By Chris Roberston, UK CEO, Creditsafe

When analysing the health of the sector in the first quarter of 2018, it is hard not to ignore the demise of Carillion, which had an inevitable knock-on effect to thousands of smaller suppliers, including many in the transport and logistics sector who had contracts with the company.

However, results from Creditsafe’s Quarterly Watchdog Report – a key barometer for business health – tell a slightly different story. The rate of actual company failures in the sector slowed in the first quarter of 2018 and the last quarter of 2017. In addition, the number of active companies reached its highest volume for over a year, up 34% year-on-year to 128,583.

Given these figures, it looks as though the impact resulting from the fall of Carillion is more likely to be felt through Q2 and beyond. The Road Haulage Association (RHA) has already raised particular concerns on behalf of its members, some of which had contracts with the infrastructure giant, but also with those who were indirectly affected by the collapse.

As with previous quarters, firms face ongoing challenges regarding profit margins and costs. Businesses and consumers expect goods to be delivered faster and more flexibly than ever but at no extra cost. Meanwhile, day-to-day operating costs continue to grow as the Pound weakens against the Dollar and Euro, affecting fuel prices and creating  inflationary pressures on wages. In addition, hauliers face significant tax levies if they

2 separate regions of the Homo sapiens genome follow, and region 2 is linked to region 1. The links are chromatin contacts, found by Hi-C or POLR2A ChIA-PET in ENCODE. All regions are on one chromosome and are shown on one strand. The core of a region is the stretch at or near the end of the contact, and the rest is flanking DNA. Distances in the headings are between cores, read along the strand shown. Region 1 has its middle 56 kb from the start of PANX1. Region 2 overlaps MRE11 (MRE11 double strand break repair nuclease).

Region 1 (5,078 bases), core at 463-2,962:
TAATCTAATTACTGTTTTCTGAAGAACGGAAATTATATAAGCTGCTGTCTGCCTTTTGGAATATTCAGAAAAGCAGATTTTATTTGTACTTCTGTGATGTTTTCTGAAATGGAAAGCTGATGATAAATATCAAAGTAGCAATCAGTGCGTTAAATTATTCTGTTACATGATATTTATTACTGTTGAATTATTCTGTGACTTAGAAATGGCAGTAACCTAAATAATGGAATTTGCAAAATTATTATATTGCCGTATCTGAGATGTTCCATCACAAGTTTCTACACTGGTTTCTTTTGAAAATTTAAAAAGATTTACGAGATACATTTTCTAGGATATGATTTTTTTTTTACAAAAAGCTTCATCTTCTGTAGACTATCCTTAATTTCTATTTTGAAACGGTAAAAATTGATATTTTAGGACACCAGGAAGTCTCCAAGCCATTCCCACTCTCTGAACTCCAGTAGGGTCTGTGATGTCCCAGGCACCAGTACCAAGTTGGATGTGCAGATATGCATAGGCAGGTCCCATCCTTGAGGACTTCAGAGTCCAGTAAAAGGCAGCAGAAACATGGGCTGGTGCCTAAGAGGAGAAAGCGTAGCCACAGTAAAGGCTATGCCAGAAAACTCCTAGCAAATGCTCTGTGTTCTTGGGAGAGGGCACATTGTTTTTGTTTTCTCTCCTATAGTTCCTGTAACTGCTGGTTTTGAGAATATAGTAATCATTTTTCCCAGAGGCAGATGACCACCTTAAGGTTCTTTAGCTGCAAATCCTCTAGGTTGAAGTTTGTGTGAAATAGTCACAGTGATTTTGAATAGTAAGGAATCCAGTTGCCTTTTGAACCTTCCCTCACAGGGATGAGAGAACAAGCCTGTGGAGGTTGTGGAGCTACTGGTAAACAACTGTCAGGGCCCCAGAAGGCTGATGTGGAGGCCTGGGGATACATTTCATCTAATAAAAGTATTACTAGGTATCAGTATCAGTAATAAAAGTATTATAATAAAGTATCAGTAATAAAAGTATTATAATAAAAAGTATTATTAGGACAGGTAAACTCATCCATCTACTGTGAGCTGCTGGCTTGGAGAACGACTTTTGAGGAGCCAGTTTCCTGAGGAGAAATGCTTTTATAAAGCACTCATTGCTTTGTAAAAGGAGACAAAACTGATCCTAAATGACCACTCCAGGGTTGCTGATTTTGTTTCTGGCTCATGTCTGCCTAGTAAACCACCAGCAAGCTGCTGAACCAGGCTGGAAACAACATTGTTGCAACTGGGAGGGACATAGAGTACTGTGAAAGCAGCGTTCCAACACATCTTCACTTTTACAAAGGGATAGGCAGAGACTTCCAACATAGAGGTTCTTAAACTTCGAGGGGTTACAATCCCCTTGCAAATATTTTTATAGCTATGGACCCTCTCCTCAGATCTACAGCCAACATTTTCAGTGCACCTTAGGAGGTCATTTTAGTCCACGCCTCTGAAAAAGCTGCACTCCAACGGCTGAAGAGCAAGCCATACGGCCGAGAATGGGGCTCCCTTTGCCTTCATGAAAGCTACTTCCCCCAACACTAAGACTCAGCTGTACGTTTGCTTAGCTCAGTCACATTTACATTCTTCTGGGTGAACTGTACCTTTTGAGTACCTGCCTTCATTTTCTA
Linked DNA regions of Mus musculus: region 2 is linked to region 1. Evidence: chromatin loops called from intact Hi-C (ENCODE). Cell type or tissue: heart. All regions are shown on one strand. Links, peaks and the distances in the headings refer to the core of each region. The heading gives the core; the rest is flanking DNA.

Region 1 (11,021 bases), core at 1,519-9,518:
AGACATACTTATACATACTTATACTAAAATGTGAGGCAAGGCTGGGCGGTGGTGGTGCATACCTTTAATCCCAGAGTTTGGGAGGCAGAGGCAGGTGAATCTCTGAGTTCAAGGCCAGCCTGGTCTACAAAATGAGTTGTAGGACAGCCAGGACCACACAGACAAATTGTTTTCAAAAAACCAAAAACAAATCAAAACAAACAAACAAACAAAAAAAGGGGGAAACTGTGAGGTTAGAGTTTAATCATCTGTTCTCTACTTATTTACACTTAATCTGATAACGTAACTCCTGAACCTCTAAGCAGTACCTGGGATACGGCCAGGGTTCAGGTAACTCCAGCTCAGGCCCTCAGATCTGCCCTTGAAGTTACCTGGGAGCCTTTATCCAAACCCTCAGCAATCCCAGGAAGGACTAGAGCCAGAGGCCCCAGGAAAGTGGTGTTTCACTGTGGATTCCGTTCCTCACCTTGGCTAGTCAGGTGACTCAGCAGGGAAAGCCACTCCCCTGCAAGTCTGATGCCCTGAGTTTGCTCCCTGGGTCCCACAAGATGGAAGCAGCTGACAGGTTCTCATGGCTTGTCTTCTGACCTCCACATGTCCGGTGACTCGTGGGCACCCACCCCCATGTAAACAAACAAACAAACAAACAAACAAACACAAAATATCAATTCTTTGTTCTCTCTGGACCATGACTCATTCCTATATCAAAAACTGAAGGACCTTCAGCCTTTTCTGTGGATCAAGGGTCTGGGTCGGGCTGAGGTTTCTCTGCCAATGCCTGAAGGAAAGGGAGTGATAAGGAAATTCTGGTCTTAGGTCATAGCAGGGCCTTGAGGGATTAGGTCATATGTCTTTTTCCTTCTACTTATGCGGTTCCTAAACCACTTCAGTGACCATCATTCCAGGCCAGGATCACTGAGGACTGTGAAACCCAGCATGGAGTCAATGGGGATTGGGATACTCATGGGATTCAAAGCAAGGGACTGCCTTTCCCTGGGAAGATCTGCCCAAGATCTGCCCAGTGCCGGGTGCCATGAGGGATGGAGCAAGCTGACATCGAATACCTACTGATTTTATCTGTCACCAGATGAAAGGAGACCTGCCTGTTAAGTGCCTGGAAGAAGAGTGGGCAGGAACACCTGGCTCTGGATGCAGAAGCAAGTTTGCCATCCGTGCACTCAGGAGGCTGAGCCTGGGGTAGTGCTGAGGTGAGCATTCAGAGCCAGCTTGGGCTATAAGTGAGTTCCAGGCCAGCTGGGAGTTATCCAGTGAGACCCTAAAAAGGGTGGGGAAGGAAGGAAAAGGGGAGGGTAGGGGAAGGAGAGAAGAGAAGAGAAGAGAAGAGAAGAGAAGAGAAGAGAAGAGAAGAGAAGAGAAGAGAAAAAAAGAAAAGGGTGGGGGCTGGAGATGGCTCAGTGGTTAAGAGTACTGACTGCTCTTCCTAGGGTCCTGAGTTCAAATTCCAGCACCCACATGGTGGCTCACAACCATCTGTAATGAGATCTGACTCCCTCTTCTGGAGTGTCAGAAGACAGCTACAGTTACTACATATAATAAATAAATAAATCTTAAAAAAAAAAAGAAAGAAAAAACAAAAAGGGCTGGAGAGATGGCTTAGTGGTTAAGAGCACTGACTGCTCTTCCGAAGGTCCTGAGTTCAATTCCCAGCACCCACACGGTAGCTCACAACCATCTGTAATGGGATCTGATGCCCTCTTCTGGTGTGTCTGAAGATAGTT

use older lorries with higher NOx emissions or the huge expense of upgrading vehicles to
cleaner models.

It is therefore perhaps unsurprising to see the level of bad debt growing across the sector. Figures from our Watchdog Report show the volume of bad debt owed by the transport and logistics sector (suppliers bad debt) has been growing steadily year-on-year and has increased by 71% since last quarter alone.

In addition, Brexit continues to cast a huge shadow over the industry as no one knows
exactly how the cards will fall in a years’ time. Although the level of employment across the
sector has seen a small rise in growth between quarters of just over 2%, the situation remains very volatile. There are many uncertainties in terms of what the future holds regarding access to markets and border controls.

These factors may already be impacting the success of UK hauliers as they pitch for new
business in Europe. The number of companies owing money to suppliers was up an
equally substantial 79% to 2122 and County Court Judgments (CCJs), issued when a company fails to pay its debts, increased by 37% since the last quarter.

This all paints a very mixed picture and is a sign of how volatile the situation is for the sector. It is clear that the industry desperately needs certainty regarding Brexit and
the knowledge that goods will be able to flow freely from and to the UK, so supply chains are not gummed up. Road freight currently transports more than 85% of what we eat, drink, wear or build so the impact on everyone is sizeable.

Amidst the doom and gloom, there are some Spring-like signs of growth, especially when
considering the number of active companies and increasing employment levels. The latter,
in particular, is heartening as the industry often struggles to find skilled workers.

However, the true impact from the fallout of Carillion, as well as the ongoing uncertainty over the Brexit negotiations, will determine the health of the sector in the remaining three quarters of 2018.

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